Re: [RFC patch] checkpatch: Add a test for long function definitions (>200 lines)

From: Luc Van Oostenryck
Date: Sun Dec 17 2017 - 17:33:09 EST

On Sun, Dec 17, 2017 at 01:46:45PM -0800, Linus Torvalds wrote:
> On Sat, Dec 16, 2017 at 5:26 PM, Joe Perches <joe@xxxxxxxxxxx> wrote:
> >>
> >> I'm not expecting you to be able to write a perl script that checks
> >> the first line, but we have way too many 200-plus line functions in
> >> the kernel. I'd like a warning on anything over 200 lines (a factor
> >> of 4 over Linus's stated goal).
> >
> > In response to Matthew's request:
> >
> > This is a possible checkpatch warning for long
> > function definitions.
> So I'm not sure a line count makes sense.
> Sometimes long functions can be sensible, if they are basically just
> one big case-statement or similar.
> Looking at one of your examples: futex_requeue() is indeed a long
> function, but that's mainly because it has a lot of comments about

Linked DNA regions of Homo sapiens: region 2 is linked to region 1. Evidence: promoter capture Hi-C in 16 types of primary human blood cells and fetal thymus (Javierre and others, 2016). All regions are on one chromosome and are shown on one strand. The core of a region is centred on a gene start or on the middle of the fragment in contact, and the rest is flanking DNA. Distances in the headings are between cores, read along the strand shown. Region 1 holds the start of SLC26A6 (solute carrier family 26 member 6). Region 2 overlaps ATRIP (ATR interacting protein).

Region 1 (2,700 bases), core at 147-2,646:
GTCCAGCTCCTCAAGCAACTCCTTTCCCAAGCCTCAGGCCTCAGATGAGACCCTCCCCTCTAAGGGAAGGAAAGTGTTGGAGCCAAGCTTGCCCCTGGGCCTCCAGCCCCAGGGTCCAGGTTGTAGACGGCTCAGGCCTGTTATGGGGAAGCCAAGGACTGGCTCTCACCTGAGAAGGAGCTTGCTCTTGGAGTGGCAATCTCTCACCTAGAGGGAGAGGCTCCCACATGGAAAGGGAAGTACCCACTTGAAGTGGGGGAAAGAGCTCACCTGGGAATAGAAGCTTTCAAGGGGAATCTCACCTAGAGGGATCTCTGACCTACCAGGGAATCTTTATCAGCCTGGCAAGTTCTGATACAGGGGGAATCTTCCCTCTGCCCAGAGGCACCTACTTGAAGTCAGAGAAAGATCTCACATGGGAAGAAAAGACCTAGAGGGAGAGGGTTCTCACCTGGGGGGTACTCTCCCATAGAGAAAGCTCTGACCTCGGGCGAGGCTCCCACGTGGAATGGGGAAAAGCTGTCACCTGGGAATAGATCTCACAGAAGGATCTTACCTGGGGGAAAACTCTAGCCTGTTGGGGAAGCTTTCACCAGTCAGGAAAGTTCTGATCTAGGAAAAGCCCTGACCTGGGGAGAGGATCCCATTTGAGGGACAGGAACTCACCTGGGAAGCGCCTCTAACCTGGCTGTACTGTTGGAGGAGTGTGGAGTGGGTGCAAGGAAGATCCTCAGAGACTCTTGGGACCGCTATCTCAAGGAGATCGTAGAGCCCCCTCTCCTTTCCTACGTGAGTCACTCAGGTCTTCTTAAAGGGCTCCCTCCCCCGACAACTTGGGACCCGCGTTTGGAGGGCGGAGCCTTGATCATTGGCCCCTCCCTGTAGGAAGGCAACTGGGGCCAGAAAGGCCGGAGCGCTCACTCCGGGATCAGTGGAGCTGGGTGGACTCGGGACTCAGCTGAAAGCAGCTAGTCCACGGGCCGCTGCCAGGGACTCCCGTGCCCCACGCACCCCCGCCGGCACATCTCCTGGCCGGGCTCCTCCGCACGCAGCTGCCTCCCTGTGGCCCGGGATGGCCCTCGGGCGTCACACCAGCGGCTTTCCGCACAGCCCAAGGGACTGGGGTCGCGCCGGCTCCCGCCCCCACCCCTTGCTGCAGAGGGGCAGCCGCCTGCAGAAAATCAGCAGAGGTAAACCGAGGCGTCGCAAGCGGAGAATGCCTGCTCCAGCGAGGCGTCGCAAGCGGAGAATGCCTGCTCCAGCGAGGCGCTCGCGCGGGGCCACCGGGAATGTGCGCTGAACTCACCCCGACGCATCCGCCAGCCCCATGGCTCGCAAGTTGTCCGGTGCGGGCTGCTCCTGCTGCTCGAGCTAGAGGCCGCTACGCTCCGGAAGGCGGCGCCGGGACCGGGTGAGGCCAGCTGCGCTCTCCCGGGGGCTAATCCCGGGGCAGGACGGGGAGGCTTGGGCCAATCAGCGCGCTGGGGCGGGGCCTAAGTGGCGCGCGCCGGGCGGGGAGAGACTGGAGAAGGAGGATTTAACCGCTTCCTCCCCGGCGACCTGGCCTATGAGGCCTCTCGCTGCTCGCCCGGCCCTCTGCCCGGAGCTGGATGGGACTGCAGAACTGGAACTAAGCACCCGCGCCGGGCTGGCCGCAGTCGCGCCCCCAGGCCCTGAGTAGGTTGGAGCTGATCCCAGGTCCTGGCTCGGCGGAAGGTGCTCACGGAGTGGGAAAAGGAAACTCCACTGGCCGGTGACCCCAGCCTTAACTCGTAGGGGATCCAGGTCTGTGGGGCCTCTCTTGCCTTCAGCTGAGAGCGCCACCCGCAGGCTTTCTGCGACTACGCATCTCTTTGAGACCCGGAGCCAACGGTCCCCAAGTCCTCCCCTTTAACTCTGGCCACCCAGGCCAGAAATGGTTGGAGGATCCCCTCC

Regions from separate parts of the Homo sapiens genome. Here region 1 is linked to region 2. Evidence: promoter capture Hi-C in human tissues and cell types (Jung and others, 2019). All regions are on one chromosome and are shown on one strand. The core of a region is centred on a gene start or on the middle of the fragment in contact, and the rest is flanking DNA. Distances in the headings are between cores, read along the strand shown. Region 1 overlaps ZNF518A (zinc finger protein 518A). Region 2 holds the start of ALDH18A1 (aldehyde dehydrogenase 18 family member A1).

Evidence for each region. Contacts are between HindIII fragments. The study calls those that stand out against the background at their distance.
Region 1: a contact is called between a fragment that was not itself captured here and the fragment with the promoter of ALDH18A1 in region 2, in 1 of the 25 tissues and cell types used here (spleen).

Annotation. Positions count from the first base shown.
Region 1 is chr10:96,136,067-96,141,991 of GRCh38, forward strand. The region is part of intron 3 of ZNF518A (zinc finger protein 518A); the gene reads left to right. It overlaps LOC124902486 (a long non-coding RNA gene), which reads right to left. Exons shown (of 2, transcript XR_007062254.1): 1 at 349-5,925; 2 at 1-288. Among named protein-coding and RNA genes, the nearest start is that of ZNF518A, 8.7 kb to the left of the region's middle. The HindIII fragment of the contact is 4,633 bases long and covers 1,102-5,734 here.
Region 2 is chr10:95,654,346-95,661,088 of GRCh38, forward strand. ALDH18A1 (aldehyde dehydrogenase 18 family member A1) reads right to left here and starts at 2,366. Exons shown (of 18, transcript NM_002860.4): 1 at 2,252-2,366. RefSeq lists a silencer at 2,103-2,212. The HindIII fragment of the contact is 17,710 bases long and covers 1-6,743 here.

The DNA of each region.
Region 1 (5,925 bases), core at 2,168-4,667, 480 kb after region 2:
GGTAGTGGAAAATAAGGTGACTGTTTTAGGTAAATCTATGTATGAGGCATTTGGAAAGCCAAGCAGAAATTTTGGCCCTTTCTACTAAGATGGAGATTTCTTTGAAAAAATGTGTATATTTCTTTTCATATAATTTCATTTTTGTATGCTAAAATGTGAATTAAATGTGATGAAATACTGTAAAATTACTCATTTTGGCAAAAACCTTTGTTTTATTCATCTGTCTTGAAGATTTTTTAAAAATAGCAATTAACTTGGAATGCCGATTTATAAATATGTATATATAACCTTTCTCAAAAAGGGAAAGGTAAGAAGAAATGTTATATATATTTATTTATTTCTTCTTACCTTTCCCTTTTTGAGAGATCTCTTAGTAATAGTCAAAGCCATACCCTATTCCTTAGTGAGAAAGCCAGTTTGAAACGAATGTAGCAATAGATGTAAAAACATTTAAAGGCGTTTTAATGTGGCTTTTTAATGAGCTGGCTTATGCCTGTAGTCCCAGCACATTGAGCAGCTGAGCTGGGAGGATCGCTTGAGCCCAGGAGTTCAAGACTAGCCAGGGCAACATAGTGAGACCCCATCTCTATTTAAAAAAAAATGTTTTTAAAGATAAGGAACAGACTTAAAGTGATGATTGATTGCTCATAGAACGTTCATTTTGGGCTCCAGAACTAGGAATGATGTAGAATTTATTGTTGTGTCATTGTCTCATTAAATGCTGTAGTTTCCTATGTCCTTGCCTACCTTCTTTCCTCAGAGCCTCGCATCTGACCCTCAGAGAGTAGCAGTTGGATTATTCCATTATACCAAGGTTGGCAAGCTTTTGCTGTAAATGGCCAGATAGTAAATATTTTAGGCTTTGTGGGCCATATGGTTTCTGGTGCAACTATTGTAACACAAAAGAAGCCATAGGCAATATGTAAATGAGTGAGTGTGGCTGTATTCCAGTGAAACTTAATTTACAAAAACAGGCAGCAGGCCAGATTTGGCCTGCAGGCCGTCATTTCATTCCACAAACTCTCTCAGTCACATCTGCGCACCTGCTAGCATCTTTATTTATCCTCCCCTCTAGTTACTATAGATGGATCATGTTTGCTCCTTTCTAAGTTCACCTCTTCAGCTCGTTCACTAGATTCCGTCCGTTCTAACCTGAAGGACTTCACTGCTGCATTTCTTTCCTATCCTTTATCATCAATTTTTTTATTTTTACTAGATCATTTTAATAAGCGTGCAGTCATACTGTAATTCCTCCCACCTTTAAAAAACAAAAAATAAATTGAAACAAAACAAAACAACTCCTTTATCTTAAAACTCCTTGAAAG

> exactly what is going on, and while it only has one (fairly small)
> case statement, the rest of it is very similar (ie "in this case, do
> XYZ").
> Another case I looked at - try_to_unmap_one() - had very similar
> behavior. It's long, but it's not long for the wrong reasons.
> And yes, "copy_process()" is disgusting, and probably _could_ be split
> up a bit, but at the same time the bulk of the lines there really is
> just the "initialize all the parts of the "struct task_struct".
> And other times, I suspect even a 50-line function is way too dense,
> just because it's doing crazy things.
> So I have a really hard time with some arbitrary line limit. At eh
> very least, I think it should ignore comments and whitespace lines.
> And yes, some real "complexity analysis" might give a much more sane
> limit, but I don't even know what that would be or how it would work.

It would be very easy to let sparse calculate the cyclomatic complexity
of each function (and then either printing it or warn if too high), but:
- warning would also need a hard limit
- cyclomatic complexity of a function with a big (but simple) switch
will also be high.

I far from sure that the cyclomatic complexity is very useful but maybe
some variation of it (like counting a switch as a single edge) could
have some value here.

-- Luc Van Oostenryck